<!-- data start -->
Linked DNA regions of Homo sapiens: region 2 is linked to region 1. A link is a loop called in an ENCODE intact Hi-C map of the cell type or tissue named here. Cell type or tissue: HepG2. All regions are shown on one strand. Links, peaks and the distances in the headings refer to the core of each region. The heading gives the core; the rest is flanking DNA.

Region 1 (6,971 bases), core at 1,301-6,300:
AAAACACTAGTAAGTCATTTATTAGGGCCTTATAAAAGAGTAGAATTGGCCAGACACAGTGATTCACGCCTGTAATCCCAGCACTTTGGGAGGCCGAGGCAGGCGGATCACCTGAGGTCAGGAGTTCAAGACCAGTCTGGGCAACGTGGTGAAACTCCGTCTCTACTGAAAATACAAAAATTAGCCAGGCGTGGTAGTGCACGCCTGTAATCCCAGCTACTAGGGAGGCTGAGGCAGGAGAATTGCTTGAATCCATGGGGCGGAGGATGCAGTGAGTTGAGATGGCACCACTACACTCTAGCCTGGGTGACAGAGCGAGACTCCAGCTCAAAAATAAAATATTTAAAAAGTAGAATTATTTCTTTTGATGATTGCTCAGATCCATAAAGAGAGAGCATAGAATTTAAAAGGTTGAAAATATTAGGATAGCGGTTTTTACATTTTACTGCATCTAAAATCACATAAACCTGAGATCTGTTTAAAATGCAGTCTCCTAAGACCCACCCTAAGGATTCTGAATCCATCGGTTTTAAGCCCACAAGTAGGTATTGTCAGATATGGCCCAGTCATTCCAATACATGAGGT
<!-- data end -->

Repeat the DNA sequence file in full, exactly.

Linked DNA regions of Homo sapiens: region 2 is linked to region 1. A link is a loop called in an ENCODE intact Hi-C map of the cell type or tissue named here. Cell type or tissue: HepG2. All regions are shown on one strand. Links, peaks and the distances in the headings refer to the core of each region. The heading gives the core; the rest is flanking DNA.

Region 1 (6,971 bases), core at 1,301-6,300:
AAAACACTAGTAAGTCATTTATTAGGGCCTTATAAAAGAGTAGAATTGGCCAGACACAGTGATTCACGCCTGTAATCCCAGCACTTTGGGAGGCCGAGGCAGGCGGATCACCTGAGGTCAGGAGTTCAAGACCAGTCTGGGCAACGTGGTGAAACTCCGTCTCTACTGAAAATACAAAAATTAGCCAGGCGTGGTAGTGCACGCCTGTAATCCCAGCTACTAGGGAGGCTGAGGCAGGAGAATTGCTTGAATCCATGGGGCGGAGGATGCAGTGAGTTGAGATGGCACCACTACACTCTAGCCTGGGTGACAGAGCGAGACTCCAGCTCAAAAATAAAATATTTAAAAAGTAGAATTATTTCTTTTGATGATTGCTCAGATCCATAAAGAGAGAGCATAGAATTTAAAAGGTTGAAAATATTAGGATAGCGGTTTTTACATTTTACTGCATCTAAAATCACATAAACCTGAGATCTGTTTAAAATGCAGTCTCCTAAGACCCACCCTAAGGATTCTGAATCCATCGGTTTTAAGCCCACAAGTAGGTATTGTCAGATATGGCCCAGTCATTCCAATACATGAGGT